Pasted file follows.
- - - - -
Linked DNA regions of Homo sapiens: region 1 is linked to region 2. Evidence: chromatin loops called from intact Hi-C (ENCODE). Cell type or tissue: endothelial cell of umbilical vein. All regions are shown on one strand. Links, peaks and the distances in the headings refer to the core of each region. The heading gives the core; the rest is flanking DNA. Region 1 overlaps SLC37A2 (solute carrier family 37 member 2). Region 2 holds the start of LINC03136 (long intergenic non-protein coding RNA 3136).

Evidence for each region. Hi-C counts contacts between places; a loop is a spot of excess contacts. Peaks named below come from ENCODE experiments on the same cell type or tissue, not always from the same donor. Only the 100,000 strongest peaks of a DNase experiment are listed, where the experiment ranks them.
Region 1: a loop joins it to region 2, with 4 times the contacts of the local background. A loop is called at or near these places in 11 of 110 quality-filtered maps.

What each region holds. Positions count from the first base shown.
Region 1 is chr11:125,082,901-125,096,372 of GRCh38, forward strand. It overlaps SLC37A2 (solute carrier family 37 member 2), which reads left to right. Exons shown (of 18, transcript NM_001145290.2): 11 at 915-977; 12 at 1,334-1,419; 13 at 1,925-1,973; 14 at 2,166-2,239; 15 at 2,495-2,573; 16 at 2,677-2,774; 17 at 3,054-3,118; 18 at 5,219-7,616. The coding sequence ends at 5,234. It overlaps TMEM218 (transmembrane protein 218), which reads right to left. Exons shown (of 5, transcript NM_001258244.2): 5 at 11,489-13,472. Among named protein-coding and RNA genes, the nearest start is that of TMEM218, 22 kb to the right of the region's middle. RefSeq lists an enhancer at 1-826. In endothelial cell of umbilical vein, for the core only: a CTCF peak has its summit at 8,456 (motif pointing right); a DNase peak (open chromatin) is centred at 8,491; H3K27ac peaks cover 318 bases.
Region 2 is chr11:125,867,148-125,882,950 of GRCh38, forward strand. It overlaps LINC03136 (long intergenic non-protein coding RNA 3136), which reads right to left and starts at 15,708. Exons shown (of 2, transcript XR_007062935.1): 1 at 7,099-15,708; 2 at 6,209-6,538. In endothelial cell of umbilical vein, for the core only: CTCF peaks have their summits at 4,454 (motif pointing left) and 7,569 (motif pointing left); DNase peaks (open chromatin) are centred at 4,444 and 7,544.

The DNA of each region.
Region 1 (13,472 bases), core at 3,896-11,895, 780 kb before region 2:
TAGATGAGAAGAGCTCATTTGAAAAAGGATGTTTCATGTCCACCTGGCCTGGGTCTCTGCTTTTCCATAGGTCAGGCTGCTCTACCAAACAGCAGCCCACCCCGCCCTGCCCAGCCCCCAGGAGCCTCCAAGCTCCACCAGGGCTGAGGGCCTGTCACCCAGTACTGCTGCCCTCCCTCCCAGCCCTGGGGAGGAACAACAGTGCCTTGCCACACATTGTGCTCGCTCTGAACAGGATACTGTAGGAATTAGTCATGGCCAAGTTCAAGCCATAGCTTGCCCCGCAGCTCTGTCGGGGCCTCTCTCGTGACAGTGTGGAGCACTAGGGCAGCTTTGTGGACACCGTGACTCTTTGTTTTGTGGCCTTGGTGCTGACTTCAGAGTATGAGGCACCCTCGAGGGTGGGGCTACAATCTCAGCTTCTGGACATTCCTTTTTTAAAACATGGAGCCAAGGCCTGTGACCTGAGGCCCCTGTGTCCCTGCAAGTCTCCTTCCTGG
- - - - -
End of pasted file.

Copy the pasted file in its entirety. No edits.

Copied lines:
Linked DNA regions of Homo sapiens: region 1 is linked to region 2. Evidence: chromatin loops called from intact Hi-C (ENCODE). Cell type or tissue: endothelial cell of umbilical vein. All regions are shown on one strand. Links, peaks and the distances in the headings refer to the core of each region. The heading gives the core; the rest is flanking DNA. Region 1 overlaps SLC37A2 (solute carrier family 37 member 2). Region 2 holds the start of LINC03136 (long intergenic non-protein coding RNA 3136).

Evidence for each region. Hi-C counts contacts between places; a loop is a spot of excess contacts. Peaks named below come from ENCODE experiments on the same cell type or tissue, not always from the same donor. Only the 100,000 strongest peaks of a DNase experiment are listed, where the experiment ranks them.
Region 1: a loop joins it to region 2, with 4 times the contacts of the local background. A loop is called at or near these places in 11 of 110 quality-filtered maps.

What each region holds. Positions count from the first base shown.
Region 1 is chr11:125,082,901-125,096,372 of GRCh38, forward strand. It overlaps SLC37A2 (solute carrier family 37 member 2), which reads left to right. Exons shown (of 18, transcript NM_001145290.2): 11 at 915-977; 12 at 1,334-1,419; 13 at 1,925-1,973; 14 at 2,166-2,239; 15 at 2,495-2,573; 16 at 2,677-2,774; 17 at 3,054-3,118; 18 at 5,219-7,616. The coding sequence ends at 5,234. It overlaps TMEM218 (transmembrane protein 218), which reads right to left. Exons shown (of 5, transcript NM_001258244.2): 5 at 11,489-13,472. Among named protein-coding and RNA genes, the nearest start is that of TMEM218, 22 kb to the right of the region's middle. RefSeq lists an enhancer at 1-826. In endothelial cell of umbilical vein, for the core only: a CTCF peak has its summit at 8,456 (motif pointing right); a DNase peak (open chromatin) is centred at 8,491; H3K27ac peaks cover 318 bases.
Region 2 is chr11:125,867,148-125,882,950 of GRCh38, forward strand. It overlaps LINC03136 (long intergenic non-protein coding RNA 3136), which reads right to left and starts at 15,708. Exons shown (of 2, transcript XR_007062935.1): 1 at 7,099-15,708; 2 at 6,209-6,538. In endothelial cell of umbilical vein, for the core only: CTCF peaks have their summits at 4,454 (motif pointing left) and 7,569 (motif pointing left); DNase peaks (open chromatin) are centred at 4,444 and 7,544.

The DNA of each region.
Region 1 (13,472 bases), core at 3,896-11,895, 780 kb before region 2:
TAGATGAGAAGAGCTCATTTGAAAAAGGATGTTTCATGTCCACCTGGCCTGGGTCTCTGCTTTTCCATAGGTCAGGCTGCTCTACCAAACAGCAGCCCACCCCGCCCTGCCCAGCCCCCAGGAGCCTCCAAGCTCCACCAGGGCTGAGGGCCTGTCACCCAGTACTGCTGCCCTCCCTCCCAGCCCTGGGGAGGAACAACAGTGCCTTGCCACACATTGTGCTCGCTCTGAACAGGATACTGTAGGAATTAGTCATGGCCAAGTTCAAGCCATAGCTTGCCCCGCAGCTCTGTCGGGGCCTCTCTCGTGACAGTGTGGAGCACTAGGGCAGCTTTGTGGACACCGTGACTCTTTGTTTTGTGGCCTTGGTGCTGACTTCAGAGTATGAGGCACCCTCGAGGGTGGGGCTACAATCTCAGCTTCTGGACATTCCTTTTTTAAAACATGGAGCCAAGGCCTGTGACCTGAGGCCCCTGTGTCCCTGCAAGTCTCCTTCCTGG